Internal filters are easy to clean. Syphon 2/3rds of a bucket of water. Switch off the unit, remove and clean the sponge elements in your fish tank water and replace. Make sure to clean your internal filters at least once a month or one in three times that you do a water change. You do not need to worry too much about killing off the filter bacteria if you have another filter running, as these will easily repopulate. Also their purpose is as much for 'skimming' the water clean as for bacterial effect.
External filters are, I can't lie, always a bit of a pig to clean, but luckily they do not need to be cleaned too regularly. Once per year is often OK, as long as there is still some flow through. If they stop working, you will also need to go through the following routine to replace parts or fix the problem.
It is common for external filters to initiate a reverse syphon as soon as you switch them off, so some care is needed, so as not to flood your room.
Buy an external filter with flow switches/ valves, so that you can closed the in/outputs at the same time as switching off. This will also hopefully keep some water in the pipes so that the syphon will continue straight away when you turn them on again.
Fill a bucket with fish tank water, as you do not want to clean the sponges and bacterial filter media with tap water as the chlorine and cold will kill off all the bacteria. You may need several buckets of water in all to clean it out as the amount of muck that comes out is extraordinary. The contents of a well used external filter could turn a swimming pool black.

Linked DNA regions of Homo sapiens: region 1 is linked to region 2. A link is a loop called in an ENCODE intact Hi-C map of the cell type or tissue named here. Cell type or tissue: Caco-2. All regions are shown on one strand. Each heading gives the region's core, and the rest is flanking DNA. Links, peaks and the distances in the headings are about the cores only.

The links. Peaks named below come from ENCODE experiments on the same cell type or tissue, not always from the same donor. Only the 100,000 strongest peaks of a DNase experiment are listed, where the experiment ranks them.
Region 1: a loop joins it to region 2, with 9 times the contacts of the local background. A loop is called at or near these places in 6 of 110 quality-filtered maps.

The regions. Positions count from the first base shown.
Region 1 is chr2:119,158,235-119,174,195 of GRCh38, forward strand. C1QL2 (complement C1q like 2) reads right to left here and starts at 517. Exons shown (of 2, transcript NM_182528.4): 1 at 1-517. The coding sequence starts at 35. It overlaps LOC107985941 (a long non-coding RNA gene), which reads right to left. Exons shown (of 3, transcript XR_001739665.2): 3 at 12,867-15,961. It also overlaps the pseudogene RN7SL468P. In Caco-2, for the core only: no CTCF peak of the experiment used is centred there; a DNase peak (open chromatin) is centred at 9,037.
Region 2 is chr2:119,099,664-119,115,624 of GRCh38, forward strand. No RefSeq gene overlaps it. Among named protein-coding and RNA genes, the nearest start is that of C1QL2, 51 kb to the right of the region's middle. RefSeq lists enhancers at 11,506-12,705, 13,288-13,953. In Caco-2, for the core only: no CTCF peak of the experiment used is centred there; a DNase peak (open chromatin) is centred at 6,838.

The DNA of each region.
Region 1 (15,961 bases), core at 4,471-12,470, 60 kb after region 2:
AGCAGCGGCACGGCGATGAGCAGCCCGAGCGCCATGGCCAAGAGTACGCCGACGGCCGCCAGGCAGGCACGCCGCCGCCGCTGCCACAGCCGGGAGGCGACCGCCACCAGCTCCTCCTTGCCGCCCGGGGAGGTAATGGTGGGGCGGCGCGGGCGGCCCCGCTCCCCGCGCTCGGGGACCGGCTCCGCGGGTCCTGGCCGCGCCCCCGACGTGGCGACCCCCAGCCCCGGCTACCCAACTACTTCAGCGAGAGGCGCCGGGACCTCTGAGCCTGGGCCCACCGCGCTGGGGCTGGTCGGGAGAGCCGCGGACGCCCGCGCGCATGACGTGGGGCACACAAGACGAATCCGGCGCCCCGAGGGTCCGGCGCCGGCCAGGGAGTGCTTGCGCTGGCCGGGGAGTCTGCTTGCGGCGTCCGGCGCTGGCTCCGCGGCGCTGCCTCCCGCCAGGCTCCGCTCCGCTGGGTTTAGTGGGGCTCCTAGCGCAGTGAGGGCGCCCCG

Place your filter in a bath or other large basin before opening. Clean the filter wool/floss in normal cold water until it's original colour returns.
Clean the sponges and other bacterial filter media in the fish tank water until their original colour returns.
Once all the media is clean, place it back in the container. You may want to replace any elements which have worn away, decayed or dissintegrated. Also take a moment to inspect the rubber seal as these can deteriorate over time.
Before putting the lid back on, fill the filter up to the top with fish tank water and then place the lid on. This should spill some water. This way, you know that it is as full as it can be.
Reposition the filter under the tank or where it is housed and connect the pipes. When you are ready, take a deep breath and turn the power on. Very quickly then switch the in/out open pipes together to allow the flow to start again. All being well the filter should start to syphon correctly with a flurry of bubbles into the tank. If it doesn't work, close the valves and switch off again. You will need to refill the filter and the pipes with water and try again.
Once you get it going again, every couple of minutes lightly rock the filter to release any trapped air bubbles. If left, these can collect in the filter and stop the flow.
Plants provide shelter and home to your fish, they add visual effect and generally enhance your aquarium.
If you have a passion for living aquatic plants then I thoroughly recommend keeping freshwater plants in your tank. If you don't then I recommend using only plastic plants.